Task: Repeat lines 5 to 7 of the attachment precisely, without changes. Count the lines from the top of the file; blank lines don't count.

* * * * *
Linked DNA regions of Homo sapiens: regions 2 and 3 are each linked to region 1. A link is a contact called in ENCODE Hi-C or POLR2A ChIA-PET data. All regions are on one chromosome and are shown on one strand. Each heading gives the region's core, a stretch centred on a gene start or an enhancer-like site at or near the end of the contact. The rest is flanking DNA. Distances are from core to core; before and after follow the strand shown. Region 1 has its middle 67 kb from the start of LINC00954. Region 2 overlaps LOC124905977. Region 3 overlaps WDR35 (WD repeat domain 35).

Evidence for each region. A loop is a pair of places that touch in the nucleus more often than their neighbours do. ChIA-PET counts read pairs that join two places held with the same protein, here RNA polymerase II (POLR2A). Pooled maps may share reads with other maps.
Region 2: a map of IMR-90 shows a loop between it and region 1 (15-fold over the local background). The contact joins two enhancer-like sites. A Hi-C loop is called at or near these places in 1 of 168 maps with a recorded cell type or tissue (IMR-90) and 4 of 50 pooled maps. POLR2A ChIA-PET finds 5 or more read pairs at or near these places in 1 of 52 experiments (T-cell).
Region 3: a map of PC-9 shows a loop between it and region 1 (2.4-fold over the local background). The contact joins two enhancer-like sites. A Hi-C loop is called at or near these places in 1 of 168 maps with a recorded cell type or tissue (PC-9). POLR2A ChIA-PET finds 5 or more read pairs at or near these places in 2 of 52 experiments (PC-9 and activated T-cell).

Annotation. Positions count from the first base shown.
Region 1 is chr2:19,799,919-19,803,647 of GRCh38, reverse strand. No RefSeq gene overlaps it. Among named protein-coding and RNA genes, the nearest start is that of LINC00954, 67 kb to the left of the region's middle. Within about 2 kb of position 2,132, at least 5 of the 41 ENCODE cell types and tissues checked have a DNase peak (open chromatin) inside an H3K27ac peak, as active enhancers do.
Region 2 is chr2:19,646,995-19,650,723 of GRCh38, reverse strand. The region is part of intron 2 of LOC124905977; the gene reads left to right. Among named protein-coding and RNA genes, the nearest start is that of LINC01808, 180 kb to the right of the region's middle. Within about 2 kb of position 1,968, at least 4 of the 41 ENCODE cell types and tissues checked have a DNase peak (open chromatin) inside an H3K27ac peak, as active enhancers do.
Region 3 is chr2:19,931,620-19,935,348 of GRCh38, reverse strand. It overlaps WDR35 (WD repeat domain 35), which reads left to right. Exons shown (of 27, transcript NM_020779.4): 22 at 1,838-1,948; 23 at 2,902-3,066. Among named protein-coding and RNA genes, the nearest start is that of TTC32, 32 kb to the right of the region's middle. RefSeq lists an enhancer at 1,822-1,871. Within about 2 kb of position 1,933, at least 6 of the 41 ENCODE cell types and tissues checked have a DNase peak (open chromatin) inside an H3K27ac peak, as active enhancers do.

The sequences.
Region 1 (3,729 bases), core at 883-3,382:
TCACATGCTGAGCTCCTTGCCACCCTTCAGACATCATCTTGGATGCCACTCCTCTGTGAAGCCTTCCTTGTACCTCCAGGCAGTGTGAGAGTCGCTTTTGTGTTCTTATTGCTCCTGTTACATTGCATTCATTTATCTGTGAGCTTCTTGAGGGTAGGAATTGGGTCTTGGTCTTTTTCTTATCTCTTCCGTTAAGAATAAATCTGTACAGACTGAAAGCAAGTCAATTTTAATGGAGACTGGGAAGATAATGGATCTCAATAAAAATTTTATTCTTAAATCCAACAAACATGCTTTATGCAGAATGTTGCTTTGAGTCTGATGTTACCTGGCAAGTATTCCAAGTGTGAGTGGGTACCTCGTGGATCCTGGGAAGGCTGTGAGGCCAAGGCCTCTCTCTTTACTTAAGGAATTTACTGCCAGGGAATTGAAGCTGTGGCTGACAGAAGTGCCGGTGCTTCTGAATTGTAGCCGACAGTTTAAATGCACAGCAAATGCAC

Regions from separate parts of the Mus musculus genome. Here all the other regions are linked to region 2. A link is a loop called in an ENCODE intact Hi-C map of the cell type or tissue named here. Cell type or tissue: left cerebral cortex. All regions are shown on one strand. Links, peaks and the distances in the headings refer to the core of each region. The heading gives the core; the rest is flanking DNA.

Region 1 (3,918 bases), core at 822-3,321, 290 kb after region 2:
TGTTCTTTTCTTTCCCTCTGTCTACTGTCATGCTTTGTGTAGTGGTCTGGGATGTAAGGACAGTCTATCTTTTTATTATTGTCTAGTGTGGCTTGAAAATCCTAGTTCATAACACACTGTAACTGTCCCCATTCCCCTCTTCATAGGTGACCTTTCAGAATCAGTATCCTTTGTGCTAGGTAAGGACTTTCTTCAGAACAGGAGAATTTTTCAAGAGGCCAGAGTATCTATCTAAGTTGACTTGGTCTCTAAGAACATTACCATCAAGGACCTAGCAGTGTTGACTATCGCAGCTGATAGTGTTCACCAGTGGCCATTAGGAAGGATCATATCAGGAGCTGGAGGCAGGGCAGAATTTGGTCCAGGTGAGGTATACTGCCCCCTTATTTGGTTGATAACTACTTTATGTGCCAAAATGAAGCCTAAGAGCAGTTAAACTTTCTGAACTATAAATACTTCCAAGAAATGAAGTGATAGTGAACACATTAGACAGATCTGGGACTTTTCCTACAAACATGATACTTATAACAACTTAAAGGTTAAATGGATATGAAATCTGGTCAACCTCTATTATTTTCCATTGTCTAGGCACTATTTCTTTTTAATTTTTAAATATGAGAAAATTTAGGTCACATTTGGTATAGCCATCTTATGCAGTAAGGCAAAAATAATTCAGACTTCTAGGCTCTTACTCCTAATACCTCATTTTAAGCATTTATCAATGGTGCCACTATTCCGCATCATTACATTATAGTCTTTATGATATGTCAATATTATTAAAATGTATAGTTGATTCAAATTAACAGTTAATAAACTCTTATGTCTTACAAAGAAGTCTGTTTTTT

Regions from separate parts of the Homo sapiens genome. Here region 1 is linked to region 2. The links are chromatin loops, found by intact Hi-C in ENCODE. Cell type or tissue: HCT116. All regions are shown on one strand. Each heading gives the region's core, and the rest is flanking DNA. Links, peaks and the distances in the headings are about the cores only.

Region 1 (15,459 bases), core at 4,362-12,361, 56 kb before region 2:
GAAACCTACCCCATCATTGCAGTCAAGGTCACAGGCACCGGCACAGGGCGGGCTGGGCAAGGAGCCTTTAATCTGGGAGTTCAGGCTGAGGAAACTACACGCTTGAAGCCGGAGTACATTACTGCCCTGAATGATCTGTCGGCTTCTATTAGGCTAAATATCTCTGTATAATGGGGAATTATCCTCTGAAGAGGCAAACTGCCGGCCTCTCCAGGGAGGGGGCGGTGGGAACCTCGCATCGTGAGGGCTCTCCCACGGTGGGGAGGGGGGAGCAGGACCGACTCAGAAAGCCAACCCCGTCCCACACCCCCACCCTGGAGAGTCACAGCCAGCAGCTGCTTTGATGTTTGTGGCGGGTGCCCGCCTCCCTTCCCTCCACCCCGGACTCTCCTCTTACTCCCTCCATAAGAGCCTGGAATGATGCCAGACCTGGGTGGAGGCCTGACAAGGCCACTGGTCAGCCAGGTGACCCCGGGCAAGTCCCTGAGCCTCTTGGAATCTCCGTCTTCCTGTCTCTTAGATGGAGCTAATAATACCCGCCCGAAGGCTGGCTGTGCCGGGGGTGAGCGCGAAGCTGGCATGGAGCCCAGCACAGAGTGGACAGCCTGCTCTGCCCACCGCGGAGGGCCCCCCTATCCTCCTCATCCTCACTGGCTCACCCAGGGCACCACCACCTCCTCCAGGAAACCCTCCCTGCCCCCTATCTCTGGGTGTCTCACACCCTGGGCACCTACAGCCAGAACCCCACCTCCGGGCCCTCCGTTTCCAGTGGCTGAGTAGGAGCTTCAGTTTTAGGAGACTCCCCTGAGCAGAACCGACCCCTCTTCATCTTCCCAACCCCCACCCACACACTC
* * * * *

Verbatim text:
Annotation. Positions count from the first base shown.
Region 1 is chr2:19,799,919-19,803,647 of GRCh38, reverse strand. No RefSeq gene overlaps it. Among named protein-coding and RNA genes, the nearest start is that of LINC00954, 67 kb to the left of the region's middle. Within about 2 kb of position 2,132, at least 5 of the 41 ENCODE cell types and tissues checked have a DNase peak (open chromatin) inside an H3K27ac peak, as active enhancers do.
Region 2 is chr2:19,646,995-19,650,723 of GRCh38, reverse strand. The region is part of intron 2 of LOC124905977; the gene reads left to right. Among named protein-coding and RNA genes, the nearest start is that of LINC01808, 180 kb to the right of the region's middle. Within about 2 kb of position 1,968, at least 4 of the 41 ENCODE cell types and tissues checked have a DNase peak (open chromatin) inside an H3K27ac peak, as active enhancers do.